Don’t get me wrong. I love my country. I love my family too. That does not mean that I don’t criticise them. Consider this.
July 2003. I am in Bristol, UK. On a short assignment of about 3-4 months. I take up the membership of the Bristol Public Library. It is free. For borrowing books, or for browsing on their computers. You do have to pay for music CD’s, and movies – VHS tapes, and DVD’s. One pound per week per DVD. Fifty pence for music CD’s. I have been borrowing books and music CD’s over the last two months. The process is simple. You make the payment when you check out the items. They have magnetic strips for the CDs and the DVDs. Try to take them out without making the payment, and a sensor at the out gate will, well you know go beeeeeeeeeep. 🙂
The only day I can visit the library happens to be a Saturday, since they are closed before I reach home from work. Today, I am borrowing a DVD and a few CD’s apart from the books. I get to the counter to check out, and see only two ladies, instead of the normal three at work. Maybe it is the Saturday effect. I greet them, give them my membership card, and walk through the gate to the other side. I take my purse out, and am waiting to hear the amount that I need to pay. The lady hands over the DVD, the CD’s and the books. She starts to attend to the next customer. Wanting to get back to my apartment, I ask her, “How much do I need to pay?”. “Pardon me?”, she responds. “The DVD and the CD’s – you have not charged me for them”, I say.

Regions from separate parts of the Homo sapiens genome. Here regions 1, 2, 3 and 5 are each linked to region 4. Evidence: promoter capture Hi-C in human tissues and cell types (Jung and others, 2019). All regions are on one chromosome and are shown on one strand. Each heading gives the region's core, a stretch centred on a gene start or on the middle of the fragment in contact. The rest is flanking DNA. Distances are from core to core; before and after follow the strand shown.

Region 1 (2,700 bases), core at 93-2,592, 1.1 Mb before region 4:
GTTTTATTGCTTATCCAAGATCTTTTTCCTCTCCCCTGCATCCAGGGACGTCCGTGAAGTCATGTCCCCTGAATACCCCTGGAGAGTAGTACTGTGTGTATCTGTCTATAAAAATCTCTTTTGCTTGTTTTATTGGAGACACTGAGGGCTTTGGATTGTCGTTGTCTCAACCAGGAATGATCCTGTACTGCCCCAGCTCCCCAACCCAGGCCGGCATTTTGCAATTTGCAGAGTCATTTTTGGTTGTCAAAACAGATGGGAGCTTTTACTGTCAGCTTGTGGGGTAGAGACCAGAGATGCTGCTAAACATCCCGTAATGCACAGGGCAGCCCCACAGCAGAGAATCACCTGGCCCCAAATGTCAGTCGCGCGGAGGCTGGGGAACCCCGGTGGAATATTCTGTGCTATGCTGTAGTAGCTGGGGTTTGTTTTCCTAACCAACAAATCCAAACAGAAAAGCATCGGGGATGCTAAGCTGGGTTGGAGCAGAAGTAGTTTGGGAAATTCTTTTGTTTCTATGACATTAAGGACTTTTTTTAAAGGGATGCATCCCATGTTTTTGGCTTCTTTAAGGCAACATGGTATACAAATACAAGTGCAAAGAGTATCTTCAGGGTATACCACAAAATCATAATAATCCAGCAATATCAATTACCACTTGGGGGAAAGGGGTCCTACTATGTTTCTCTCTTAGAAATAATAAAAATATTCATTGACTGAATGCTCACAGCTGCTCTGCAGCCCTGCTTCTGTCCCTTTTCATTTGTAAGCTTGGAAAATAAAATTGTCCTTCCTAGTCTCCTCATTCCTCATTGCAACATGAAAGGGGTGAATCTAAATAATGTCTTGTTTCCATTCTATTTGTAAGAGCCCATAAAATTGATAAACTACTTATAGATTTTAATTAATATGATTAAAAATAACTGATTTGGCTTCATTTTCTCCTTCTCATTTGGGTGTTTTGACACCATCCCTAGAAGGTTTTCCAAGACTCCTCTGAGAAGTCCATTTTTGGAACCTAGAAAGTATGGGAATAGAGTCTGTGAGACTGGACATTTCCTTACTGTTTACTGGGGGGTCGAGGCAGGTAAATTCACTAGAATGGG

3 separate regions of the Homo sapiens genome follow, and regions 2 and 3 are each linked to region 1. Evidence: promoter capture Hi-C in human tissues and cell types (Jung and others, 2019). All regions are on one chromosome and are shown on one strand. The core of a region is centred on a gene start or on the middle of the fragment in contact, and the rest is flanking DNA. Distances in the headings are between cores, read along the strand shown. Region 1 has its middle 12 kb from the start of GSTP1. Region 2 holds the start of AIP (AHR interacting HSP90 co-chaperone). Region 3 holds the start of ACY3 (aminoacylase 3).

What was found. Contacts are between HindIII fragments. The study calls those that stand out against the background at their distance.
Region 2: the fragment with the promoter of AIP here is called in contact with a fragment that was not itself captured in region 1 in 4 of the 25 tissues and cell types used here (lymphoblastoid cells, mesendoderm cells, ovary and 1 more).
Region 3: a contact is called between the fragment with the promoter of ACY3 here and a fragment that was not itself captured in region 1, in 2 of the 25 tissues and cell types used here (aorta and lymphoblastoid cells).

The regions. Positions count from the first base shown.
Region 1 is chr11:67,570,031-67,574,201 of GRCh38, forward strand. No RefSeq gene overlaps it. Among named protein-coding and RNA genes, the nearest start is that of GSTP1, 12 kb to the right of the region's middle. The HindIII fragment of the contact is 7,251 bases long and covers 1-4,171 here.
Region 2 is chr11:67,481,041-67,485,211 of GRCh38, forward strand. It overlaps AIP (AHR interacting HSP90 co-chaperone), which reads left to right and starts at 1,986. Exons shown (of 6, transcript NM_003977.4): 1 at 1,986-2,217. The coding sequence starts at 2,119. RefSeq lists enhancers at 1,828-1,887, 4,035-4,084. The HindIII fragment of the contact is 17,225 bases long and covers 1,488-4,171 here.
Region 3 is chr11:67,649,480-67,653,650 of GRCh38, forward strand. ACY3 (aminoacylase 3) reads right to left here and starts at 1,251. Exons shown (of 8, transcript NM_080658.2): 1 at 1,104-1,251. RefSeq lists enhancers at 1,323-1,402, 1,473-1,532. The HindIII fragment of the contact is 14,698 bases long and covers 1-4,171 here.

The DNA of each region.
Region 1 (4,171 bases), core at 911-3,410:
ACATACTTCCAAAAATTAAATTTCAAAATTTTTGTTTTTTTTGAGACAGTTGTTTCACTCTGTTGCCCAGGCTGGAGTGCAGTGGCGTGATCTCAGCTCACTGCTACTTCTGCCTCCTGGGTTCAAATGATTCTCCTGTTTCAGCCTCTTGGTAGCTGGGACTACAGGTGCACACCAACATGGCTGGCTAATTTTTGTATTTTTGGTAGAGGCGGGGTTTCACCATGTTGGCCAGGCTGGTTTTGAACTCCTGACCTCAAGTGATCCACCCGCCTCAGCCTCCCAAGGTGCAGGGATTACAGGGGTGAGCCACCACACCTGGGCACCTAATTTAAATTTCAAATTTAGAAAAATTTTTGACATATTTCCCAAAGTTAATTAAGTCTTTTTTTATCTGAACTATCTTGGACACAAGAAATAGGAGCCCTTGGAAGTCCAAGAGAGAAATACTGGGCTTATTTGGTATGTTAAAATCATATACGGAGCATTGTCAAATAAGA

For a moment she is perplexed. “I didn’t?”, she says. “Oh! I’m sorry. Ooh! Thank you for letting me know!”. Turning around, she tells her colleague about this, and now both of them thank me again. All this for what? Two pounds? Maybe three.
Now, please turn your attention to the country with the five thousand year old history now. I am sure, you, dear reader, have experienced situations, where you have handed over Rs. 50 to a shopkeeper for a Rs. 20 item, only to get back Rs. 80. Now, as some would say, that is his bad luck. Do not turn away “Lakshmi” when she is coming to you. We get cheated too, say others. So far, whenever I have returned the excess amount, be it in a neighbourhood grocery shop, or to a vegetable vendor, or in a large store, I have never heard a “Thank you”.
Why? It is that they feel ashamed to have made a mistake? Or is it the Lakshmi factor?
It is not us, say some. Not in our culture. Saying “thank you” is alien to us, say others. Dhanyavad, Nanri, Dhanyavada in Hindi, Tamil and Kannada do not seem alien words to me.
During lunch time, we have some support staff who help clean the tables of spilled food. Then there are the security staff who are assigned to check bags of staff. Doing their work diligently. Someone holds the door open fractionally longer than they need to so that you can come through. Do we need to say “Thank you” to them? How many do? Should it not be embedded in our pysche? What can we do to make this happen?